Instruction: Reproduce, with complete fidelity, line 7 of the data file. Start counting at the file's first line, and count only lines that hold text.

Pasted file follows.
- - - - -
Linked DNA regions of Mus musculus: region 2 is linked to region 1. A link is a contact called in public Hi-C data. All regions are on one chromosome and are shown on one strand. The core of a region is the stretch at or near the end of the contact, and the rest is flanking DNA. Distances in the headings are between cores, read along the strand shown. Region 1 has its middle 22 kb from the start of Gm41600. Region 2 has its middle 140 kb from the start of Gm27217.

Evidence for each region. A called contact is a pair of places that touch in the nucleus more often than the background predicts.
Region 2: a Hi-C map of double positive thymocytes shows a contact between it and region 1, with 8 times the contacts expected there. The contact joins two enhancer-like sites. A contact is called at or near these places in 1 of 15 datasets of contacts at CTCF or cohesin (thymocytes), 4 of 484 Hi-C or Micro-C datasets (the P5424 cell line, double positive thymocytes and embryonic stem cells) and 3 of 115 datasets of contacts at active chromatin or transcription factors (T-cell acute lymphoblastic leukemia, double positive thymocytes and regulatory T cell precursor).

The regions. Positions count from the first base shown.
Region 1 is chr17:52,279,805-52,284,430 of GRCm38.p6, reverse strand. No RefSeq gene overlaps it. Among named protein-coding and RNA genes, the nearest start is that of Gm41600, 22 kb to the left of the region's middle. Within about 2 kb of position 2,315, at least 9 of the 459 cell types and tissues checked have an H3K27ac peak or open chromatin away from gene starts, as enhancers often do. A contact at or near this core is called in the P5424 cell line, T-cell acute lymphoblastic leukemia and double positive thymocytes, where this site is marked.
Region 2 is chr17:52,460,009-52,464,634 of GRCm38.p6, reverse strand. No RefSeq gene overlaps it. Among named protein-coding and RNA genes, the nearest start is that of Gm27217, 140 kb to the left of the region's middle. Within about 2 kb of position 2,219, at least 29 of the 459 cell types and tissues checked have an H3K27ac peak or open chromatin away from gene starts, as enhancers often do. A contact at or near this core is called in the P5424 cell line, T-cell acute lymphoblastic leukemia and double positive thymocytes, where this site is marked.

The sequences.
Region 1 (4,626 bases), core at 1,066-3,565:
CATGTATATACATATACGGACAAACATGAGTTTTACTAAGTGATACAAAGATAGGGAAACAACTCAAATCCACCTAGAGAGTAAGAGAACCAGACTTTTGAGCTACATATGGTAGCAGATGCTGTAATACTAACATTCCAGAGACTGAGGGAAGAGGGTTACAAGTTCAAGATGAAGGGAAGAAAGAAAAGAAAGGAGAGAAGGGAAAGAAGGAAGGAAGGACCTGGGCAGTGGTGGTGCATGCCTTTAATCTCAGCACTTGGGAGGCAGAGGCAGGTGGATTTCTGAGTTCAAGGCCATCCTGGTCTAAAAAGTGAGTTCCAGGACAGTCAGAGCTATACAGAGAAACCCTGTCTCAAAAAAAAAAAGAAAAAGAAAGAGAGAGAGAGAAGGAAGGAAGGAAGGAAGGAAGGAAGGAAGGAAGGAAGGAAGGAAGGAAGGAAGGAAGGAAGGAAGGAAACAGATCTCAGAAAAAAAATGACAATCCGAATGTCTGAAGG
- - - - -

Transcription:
The sequences.